On the deeply modern marriage of Kamala Harris and Doug Emhoff

It was a clip from a video that was taken just before President Biden’s first speech to Congress: a clip of Doug Emhoff, America’s second gentleman and a longtime high-profile lawyer (he was an associate from law firm DLA Piper before stepping down last year for a new teaching gig), blowing kisses from his wife and giving her an affectionate nod. A girl on Twitter posted the video with a caption about how the perfect man is over there, and it got me thinking about what a deeply modern marriage is, Vice President Kamala Harris. It’s the kind of marriage that women of my mother’s generation didn’t know could exist. For decades, popular culture has told American women they have a choice: marriage or career. The idea that you might get married for the first time in your late forties was something my mother’s generation unimagined. Harris married Emhoff in 2014, when they were both almost 50; this is Emhoff’s second marriage and Harris’s first. At that time, Harris was attorney general for two terms in a state larger than many countries. In a country where the median age of a woman to marry is about 28, Vice President Harris is an incredibly exciting outlier.

It’s hard to write about the marriage of the first female vice president without taking a moment to reflect that one of the things that derailed Geraldine Ferraro, the first female vice presidential candidate in the general election, in 1984 , was his marriage. (Her husband, John Zaccaro, pleaded guilty to fraud obtain bank financing in a real estate transaction.) It was 36 years before America succeeded in electing a woman vice president.

Few cultural changes have been as seismic as the one that has occurred in the veep’s office since Biden moved to the White House. The Trump administration had many Handmaid’s Tale– as elements (the worst of which was probably to allow violence against Women’s law expires), but none upset me more personally as the daughter of a second wave feminist than the ex-vice president’s incredibly outdated notions of marriage and gender roles. The Pence wedding was like something from another century. Mike called his wife “mother” and refused to have dinner alone with other women. He and Karen became evangelicals together. Mike had a set of rules to “avoid any temptation of infidelity, or even rumors of impropriety. It was the kind of wedding that would have looked old-fashioned in the 1950s.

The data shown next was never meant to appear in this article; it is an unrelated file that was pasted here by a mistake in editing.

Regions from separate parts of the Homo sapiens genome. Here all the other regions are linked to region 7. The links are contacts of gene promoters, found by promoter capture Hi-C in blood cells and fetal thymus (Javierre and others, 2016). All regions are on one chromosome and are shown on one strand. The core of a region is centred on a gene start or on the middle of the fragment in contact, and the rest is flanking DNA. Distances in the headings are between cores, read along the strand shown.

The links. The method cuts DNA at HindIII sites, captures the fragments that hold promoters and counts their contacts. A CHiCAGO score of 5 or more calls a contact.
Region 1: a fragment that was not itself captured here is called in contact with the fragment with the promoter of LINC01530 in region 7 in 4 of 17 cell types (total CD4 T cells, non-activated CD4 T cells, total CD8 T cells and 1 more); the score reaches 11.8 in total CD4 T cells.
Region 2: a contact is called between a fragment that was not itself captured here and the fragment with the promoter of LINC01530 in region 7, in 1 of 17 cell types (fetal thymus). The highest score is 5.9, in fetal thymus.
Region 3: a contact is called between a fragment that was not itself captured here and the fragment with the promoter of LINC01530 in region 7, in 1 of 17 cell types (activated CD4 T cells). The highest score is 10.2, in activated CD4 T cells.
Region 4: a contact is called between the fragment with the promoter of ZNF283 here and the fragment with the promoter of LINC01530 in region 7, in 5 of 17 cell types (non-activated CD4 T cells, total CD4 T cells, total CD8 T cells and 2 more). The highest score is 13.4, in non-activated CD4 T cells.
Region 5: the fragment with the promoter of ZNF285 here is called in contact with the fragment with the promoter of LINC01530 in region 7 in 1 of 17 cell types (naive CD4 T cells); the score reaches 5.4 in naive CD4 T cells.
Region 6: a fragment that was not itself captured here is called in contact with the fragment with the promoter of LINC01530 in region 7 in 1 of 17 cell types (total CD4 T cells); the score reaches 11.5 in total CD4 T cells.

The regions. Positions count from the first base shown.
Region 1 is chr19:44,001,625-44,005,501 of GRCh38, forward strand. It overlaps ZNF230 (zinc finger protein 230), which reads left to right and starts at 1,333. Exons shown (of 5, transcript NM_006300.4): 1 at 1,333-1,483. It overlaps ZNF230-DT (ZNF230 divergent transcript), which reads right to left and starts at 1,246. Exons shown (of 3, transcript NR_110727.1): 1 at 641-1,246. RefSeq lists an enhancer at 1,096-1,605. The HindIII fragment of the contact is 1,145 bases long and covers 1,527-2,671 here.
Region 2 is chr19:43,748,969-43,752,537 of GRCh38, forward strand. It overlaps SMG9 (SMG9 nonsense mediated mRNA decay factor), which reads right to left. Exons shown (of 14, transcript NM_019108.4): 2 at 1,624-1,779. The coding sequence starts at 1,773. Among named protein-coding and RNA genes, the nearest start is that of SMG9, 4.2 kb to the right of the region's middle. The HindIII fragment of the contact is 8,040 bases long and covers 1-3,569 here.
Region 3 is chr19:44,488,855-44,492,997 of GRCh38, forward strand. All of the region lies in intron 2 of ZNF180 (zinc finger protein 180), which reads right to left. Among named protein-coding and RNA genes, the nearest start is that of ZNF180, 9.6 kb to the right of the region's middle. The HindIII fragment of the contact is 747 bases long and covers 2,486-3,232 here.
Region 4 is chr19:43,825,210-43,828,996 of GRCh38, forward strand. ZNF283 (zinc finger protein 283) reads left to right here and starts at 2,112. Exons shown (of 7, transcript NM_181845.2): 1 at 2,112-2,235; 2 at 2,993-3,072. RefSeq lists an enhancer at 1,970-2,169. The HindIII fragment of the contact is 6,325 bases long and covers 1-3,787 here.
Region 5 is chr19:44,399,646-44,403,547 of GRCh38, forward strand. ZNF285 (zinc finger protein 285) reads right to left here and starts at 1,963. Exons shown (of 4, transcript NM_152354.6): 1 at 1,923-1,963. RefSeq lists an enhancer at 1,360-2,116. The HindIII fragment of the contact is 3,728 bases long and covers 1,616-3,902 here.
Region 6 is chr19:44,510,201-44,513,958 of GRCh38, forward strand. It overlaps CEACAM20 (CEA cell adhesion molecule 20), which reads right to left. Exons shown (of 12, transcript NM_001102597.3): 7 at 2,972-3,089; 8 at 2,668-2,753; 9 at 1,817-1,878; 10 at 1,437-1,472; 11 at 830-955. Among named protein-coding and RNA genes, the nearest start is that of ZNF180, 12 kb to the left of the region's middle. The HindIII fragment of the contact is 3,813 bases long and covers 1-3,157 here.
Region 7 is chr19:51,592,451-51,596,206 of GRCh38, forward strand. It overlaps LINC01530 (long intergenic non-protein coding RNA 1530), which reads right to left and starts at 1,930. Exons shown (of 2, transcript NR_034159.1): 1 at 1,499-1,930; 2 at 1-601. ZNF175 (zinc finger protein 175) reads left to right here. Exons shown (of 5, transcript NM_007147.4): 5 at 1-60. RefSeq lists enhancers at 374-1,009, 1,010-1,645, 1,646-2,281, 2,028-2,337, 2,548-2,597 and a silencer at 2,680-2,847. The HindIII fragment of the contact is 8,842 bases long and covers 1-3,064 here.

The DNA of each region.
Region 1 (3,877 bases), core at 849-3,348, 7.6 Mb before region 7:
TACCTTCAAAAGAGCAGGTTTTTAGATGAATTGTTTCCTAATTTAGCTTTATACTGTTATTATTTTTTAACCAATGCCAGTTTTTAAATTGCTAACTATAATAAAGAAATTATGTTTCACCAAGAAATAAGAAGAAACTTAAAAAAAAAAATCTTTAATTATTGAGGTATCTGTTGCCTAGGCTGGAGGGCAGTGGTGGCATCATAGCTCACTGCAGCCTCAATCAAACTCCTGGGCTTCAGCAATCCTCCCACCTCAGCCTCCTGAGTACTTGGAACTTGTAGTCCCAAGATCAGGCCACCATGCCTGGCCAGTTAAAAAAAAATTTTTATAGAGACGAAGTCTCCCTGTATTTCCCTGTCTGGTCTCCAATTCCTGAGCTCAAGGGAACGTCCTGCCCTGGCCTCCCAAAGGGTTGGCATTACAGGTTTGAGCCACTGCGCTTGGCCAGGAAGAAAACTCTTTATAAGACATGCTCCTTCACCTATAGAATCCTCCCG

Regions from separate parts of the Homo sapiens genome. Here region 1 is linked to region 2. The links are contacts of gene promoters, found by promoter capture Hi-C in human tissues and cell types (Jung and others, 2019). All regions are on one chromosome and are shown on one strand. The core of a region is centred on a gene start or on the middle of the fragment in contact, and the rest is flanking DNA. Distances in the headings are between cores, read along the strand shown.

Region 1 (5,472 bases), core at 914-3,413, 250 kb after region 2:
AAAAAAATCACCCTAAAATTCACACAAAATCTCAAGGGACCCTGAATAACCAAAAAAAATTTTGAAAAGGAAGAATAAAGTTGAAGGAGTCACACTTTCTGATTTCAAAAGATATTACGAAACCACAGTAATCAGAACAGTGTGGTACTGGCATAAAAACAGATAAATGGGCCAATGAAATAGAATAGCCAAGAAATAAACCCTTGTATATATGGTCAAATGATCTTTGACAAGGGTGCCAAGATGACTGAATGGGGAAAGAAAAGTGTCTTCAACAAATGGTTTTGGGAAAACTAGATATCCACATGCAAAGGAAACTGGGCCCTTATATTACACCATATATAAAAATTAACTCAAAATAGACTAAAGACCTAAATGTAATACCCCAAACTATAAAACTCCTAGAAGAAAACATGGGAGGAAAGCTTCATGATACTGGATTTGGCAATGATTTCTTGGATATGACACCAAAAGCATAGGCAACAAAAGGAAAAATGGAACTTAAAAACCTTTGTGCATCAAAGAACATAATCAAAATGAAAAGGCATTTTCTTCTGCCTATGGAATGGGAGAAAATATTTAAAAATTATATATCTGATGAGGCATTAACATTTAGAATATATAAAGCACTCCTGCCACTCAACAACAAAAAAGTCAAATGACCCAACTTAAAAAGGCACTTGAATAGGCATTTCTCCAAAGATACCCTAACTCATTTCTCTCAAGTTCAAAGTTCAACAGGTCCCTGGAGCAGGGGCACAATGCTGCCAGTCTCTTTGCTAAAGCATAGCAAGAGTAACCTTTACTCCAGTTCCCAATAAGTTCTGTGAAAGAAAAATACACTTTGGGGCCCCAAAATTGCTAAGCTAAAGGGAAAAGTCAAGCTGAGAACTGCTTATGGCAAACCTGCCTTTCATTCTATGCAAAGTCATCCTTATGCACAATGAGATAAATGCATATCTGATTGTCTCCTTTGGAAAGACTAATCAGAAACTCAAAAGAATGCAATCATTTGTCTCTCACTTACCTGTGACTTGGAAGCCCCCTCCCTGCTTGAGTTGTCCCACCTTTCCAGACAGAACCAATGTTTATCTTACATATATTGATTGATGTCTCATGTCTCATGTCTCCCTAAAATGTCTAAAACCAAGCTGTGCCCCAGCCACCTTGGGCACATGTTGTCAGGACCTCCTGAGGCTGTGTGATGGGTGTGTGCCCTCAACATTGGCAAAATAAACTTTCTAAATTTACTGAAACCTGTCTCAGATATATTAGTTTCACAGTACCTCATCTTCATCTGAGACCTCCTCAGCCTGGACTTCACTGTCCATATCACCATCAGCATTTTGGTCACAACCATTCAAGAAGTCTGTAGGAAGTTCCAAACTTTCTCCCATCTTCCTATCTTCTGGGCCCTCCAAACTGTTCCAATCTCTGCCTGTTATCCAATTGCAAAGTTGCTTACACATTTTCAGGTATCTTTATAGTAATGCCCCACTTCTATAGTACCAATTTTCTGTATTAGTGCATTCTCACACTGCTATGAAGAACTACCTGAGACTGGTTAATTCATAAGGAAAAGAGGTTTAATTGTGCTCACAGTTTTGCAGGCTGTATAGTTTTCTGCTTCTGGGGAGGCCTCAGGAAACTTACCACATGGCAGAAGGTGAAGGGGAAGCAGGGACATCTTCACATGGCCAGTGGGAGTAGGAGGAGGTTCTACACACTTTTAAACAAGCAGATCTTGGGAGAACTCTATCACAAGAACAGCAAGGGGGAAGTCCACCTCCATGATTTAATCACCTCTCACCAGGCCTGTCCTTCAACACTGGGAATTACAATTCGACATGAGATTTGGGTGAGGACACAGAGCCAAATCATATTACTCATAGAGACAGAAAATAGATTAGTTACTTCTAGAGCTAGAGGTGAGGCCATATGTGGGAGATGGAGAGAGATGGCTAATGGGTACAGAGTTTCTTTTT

When Karen introduced Mike to CPAC, she mentionned his “job is to keep him humble.” I mean, I guess we should have been happy that she didn’t say her job was to iron, but we got the idea: women were lovely accessories, supporting actresses in their own lives. Rolling stone reported, “Pence reportedly called Karen the family’s ‘prayer warrior’.” And of course Karen is antichoice super-duper, telling the group during the Walk for Life, “Before we got to Capitol Hill, we were supporting emergency pregnancy centers and talking for life.” Despite the fact that this was actually Mrs. Pence’s second marriage, a fact often overlooked in Pence stories, there was something alarming puritanical about it.

We don’t know what’s really going on in people’s marriages. Writing about them is a highly speculative endeavor. But despite the inability to understand how a couple behaves behind closed doors, from a feminist representational standpoint, it is powerful to see a career woman, in such a public role, with a different kind of backstory. love.

I am happy that my teenage daughter can see a woman who has it all: a loving husband, two stepchildren and the second most powerful job in the country. The only thing that would be a better message for young girls is if this woman had the most powerful job in the country.

About Therese Williams

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